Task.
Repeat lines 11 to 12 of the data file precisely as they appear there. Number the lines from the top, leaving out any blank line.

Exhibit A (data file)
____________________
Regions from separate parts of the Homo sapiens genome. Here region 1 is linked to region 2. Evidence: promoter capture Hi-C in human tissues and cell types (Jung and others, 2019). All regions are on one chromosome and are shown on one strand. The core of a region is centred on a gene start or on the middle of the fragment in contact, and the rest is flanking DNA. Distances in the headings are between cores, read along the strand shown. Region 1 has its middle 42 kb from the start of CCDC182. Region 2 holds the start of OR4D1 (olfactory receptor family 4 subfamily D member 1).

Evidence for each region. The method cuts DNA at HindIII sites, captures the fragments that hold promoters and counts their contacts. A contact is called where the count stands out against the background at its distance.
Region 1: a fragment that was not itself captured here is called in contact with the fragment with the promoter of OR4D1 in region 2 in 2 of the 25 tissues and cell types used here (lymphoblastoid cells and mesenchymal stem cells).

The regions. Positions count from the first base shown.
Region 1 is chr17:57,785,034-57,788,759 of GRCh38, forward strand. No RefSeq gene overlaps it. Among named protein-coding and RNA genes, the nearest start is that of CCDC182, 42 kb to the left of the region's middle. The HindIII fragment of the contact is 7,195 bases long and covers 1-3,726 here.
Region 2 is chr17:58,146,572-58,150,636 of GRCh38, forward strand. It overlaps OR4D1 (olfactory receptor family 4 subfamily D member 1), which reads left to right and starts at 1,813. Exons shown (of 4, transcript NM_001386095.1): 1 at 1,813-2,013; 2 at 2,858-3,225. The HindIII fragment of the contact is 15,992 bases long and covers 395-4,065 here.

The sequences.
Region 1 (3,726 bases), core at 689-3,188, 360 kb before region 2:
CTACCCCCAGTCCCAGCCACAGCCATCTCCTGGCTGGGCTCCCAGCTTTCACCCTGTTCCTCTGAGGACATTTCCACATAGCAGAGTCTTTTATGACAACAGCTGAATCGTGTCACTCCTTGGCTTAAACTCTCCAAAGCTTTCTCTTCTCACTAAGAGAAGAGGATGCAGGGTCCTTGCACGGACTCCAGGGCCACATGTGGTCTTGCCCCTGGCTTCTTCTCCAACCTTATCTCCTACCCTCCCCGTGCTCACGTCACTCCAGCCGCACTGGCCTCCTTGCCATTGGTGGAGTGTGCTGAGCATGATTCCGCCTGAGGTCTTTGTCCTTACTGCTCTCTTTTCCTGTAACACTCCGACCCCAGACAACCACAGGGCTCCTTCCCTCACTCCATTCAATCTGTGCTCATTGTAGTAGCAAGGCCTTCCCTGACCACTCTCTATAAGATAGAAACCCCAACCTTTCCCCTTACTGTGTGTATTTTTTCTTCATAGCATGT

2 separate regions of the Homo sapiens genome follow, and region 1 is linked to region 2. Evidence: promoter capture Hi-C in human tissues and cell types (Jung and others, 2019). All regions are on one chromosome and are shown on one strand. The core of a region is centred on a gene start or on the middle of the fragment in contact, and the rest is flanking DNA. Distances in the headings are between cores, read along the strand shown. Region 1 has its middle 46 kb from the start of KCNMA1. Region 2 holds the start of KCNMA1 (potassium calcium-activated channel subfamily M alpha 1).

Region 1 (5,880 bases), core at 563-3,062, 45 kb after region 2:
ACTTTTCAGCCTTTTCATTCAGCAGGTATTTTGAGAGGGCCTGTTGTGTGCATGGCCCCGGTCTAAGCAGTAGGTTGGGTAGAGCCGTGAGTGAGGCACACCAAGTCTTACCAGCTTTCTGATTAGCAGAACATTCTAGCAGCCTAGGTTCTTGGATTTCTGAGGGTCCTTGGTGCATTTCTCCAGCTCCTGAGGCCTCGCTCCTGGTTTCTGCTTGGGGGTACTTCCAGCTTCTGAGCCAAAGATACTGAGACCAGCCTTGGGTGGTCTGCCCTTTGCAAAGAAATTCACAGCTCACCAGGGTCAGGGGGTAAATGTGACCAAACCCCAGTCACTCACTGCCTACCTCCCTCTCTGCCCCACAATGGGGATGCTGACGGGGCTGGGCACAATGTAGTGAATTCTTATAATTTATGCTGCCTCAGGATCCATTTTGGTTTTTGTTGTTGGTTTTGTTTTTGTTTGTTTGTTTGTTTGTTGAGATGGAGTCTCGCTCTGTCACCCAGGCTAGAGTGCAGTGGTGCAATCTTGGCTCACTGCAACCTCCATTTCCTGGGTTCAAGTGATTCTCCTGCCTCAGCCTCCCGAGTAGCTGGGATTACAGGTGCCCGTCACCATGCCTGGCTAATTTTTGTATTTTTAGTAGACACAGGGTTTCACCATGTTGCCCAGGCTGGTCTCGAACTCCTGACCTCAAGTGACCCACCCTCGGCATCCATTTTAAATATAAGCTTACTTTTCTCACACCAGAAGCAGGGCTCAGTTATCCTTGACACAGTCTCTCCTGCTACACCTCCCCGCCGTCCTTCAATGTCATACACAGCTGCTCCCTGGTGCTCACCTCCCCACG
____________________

Region 1 (5,880 bases), core at 563-3,062, 45 kb after region 2:
ACTTTTCAGCCTTTTCATTCAGCAGGTATTTTGAGAGGGCCTGTTGTGTGCATGGCCCCGGTCTAAGCAGTAGGTTGGGTAGAGCCGTGAGTGAGGCACACCAAGTCTTACCAGCTTTCTGATTAGCAGAACATTCTAGCAGCCTAGGTTCTTGGATTTCTGAGGGTCCTTGGTGCATTTCTCCAGCTCCTGAGGCCTCGCTCCTGGTTTCTGCTTGGGGGTACTTCCAGCTTCTGAGCCAAAGATACTGAGACCAGCCTTGGGTGGTCTGCCCTTTGCAAAGAAATTCACAGCTCACCAGGGTCAGGGGGTAAATGTGACCAAACCCCAGTCACTCACTGCCTACCTCCCTCTCTGCCCCACAATGGGGATGCTGACGGGGCTGGGCACAATGTAGTGAATTCTTATAATTTATGCTGCCTCAGGATCCATTTTGGTTTTTGTTGTTGGTTTTGTTTTTGTTTGTTTGTTTGTTTGTTGAGATGGAGTCTCGCTCTGTCACCCAGGCTAGAGTGCAGTGGTGCAATCTTGGCTCACTGCAACCTCCATTTCCTGGGTTCAAGTGATTCTCCTGCCTCAGCCTCCCGAGTAGCTGGGATTACAGGTGCCCGTCACCATGCCTGGCTAATTTTTGTATTTTTAGTAGACACAGGGTTTCACCATGTTGCCCAGGCTGGTCTCGAACTCCTGACCTCAAGTGACCCACCCTCGGCATCCATTTTAAATATAAGCTTACTTTTCTCACACCAGAAGCAGGGCTCAGTTATCCTTGACACAGTCTCTCCTGCTACACCTCCCCGCCGTCCTTCAATGTCATACACAGCTGCTCCCTGGTGCTCACCTCCCCACG